at work: experience in a university context
In the author's place of work, CCTV has been installed in a variety
of locations. Research is being undertaken to establish:
- the decision-making
process leading to the installation of surveillance equipment;
- the awareness
and perceptions of those who are subjects of the surveillance.
This paper will
present the outcomes of this research, in the context of ethical
issues raised by the question of surveillance in the workplace.
A perennial problem for any university, but particularly for one
based within a city, is how to ensure the security of the buildings,
the equipment and the people who work there. One solution that has
been adopted is to use CCTV in areas such as computer laboratories
where equipment is vulnerable to abuse or theft. In the author's
place of work, a number of CCTV cameras have been installed in recent
years, the purpose of which can be presumed to be to protect expensive
equipment and to ensure the safety of both staff and students in
a building that is open late on dark, winter evenings on an easily-accessible
site close to a city centre. Presumed, because there does not appear
to have been open debate nor consultation with respect to surveillance
policy. While an organisation has every right to protect its resources,
a number of issues are raised by the installation of surveillance
equipment. Thus this research is being undertaken to clarify the
decision-making process within the author's institution and the
extent to which ethical considerations have been taken into account.
At the same time, the awareness of students as subjects of surveillance
is being investigated.
The paper will present a rationale for the methodology used to undertake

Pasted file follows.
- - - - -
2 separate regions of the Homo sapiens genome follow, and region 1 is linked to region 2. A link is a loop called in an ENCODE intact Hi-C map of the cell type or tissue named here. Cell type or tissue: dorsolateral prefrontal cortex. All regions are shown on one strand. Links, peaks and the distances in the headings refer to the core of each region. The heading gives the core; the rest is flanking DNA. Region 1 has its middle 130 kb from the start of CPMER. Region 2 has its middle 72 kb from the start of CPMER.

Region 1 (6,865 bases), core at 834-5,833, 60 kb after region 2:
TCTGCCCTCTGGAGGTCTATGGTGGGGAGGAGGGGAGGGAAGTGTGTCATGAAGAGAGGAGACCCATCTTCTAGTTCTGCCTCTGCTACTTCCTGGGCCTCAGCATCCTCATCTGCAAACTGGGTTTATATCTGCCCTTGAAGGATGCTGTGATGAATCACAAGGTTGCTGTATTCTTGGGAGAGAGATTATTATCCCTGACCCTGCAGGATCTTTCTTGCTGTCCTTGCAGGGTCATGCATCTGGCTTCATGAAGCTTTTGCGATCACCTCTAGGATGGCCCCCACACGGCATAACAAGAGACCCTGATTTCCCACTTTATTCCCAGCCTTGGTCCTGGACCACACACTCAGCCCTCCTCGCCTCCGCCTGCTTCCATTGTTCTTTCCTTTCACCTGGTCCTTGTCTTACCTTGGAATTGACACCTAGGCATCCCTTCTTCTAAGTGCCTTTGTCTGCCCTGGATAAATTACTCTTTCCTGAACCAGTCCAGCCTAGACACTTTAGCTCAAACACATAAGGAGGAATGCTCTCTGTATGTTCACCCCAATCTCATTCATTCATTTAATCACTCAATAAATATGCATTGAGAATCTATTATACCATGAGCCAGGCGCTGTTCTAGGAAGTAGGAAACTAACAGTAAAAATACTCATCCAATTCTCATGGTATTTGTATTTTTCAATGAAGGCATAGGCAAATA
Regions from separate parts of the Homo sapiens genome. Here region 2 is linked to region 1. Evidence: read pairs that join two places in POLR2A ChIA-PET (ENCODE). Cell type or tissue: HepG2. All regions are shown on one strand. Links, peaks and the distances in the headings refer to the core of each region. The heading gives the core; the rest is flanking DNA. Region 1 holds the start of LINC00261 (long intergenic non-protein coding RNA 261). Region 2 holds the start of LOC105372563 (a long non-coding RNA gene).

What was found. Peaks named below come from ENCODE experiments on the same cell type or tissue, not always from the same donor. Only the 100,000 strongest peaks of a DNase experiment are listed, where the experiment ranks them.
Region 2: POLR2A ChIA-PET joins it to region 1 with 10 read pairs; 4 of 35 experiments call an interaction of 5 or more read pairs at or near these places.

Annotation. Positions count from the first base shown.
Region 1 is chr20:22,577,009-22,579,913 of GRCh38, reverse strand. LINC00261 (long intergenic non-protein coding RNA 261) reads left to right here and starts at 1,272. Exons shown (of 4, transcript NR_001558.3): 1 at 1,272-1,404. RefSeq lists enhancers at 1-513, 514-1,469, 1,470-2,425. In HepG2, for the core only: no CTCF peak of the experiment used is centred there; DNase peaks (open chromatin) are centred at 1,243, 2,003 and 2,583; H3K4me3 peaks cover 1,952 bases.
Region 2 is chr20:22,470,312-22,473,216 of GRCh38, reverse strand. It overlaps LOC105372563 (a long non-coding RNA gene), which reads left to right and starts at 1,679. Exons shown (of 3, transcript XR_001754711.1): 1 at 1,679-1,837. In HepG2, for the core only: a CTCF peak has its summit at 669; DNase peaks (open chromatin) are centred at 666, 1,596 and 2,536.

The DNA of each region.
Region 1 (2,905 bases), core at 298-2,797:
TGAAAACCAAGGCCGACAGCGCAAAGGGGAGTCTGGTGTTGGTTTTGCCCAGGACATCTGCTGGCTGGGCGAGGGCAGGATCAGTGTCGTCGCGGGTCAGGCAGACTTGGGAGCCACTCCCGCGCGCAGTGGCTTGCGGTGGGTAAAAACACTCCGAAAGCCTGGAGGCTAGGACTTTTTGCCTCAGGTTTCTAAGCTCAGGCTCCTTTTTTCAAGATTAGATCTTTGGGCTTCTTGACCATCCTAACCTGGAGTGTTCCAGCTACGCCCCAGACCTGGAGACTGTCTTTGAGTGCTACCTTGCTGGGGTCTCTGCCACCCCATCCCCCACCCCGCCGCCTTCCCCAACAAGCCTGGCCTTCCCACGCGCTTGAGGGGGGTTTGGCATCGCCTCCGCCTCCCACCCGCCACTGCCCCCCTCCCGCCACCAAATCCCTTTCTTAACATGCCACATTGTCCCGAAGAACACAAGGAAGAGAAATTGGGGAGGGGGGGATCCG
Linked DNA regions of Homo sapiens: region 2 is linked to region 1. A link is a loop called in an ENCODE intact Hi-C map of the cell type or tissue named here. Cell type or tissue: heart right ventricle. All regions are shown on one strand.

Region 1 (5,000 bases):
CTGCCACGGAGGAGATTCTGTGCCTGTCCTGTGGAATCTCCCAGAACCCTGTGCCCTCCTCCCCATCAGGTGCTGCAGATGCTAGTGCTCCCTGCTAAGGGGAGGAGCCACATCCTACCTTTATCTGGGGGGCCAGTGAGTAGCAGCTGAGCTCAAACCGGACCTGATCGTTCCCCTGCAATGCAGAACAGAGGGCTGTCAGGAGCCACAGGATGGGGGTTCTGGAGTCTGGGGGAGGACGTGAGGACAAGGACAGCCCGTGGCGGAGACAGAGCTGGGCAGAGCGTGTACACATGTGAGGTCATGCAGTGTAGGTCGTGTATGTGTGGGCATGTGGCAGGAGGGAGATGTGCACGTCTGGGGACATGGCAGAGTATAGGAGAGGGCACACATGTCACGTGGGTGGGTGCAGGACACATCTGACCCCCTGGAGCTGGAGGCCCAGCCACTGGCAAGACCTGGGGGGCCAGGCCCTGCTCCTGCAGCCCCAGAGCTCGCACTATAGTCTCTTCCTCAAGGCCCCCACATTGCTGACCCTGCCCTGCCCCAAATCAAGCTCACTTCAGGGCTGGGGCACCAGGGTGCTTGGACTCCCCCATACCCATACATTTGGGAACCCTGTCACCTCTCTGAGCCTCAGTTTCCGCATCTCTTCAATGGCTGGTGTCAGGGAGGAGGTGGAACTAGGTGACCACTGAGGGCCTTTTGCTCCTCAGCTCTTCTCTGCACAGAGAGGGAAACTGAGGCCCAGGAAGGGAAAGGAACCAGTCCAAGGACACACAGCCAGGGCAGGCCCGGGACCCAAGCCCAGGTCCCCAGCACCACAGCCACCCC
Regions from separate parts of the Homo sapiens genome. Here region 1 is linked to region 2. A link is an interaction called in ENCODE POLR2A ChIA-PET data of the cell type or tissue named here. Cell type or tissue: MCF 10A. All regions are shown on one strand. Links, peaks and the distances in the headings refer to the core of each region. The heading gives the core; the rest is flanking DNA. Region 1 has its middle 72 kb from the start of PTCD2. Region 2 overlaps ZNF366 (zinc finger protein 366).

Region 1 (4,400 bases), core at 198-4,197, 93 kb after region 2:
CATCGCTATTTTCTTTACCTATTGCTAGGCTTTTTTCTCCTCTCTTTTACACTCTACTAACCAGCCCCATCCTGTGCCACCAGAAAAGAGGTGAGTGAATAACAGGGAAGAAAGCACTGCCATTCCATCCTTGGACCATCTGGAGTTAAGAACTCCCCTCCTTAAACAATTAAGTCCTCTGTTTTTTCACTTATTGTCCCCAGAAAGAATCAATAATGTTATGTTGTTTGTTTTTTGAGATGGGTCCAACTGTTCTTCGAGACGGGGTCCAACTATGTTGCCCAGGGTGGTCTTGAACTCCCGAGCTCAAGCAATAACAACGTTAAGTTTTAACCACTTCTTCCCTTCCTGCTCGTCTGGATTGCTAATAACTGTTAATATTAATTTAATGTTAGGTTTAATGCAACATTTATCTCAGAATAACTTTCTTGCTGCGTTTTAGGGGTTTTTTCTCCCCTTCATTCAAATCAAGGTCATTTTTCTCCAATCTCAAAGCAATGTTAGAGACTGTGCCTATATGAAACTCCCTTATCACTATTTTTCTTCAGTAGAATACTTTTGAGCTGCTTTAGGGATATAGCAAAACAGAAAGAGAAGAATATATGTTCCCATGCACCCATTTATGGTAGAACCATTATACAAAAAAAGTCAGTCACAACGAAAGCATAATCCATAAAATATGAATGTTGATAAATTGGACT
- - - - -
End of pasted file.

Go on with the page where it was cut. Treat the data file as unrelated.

the research and the procedures involved to ensure that the ethical
issues raised by the use of human subjects have been addressed.
policy and practice within a UK university
The first issues to be addressed are who was responsible for
deciding to install the CCTV cameras in a particular building and
where to position them, and for what reasons this decision was taken.
The extent of any ongoing review of the effectiveness of surveillance
and indeed, whether any measures of effectiveness have been established,
will be discussed. The protocols observed with respect to the films
recorded will be examined as will the question of whether any consideration
has been given at any stage to the ethical dimension of workplace
surveillance. The research will reveal whether any of the decision-making
has been made within the framework of institutional policy or whether
responsibility currently lies at a more local (departmental) level.
The second strand of the research involves investigating the extent
to which students are aware of the surveillance mechanisms that
are in place and the issues associated with them. This is being
undertaken by means of a survey which will not identify individuals
but which will reveal any evidence of differences based on factors
such as year of study, course and gender. The research instrument
is designed to help determine whether students perceive surveillance
of themselves within the university as raising equivalent issues
to surveillance of employees within the workplace.
Finally, the paper will present the issues raised by the research.
Just as there
is a need for guidelines to ensure ethically sensitive use of surveillance
in the workplace, there is likely to be a need for guidelines for
the ethical use of surveillance within a higher education context.
While an institution has the right to protect its resources it also
has a duty to observe the human rights of its students and employees.
The question of how to attempt to balance these competing objectives
will be addressed.
of the awareness and perceptions of the students who are subjects
of surveillance adds another interesting dimension to this paper,
likely to raise as many further questions to address as it answers.
Department of Information Systems
De Montfort University
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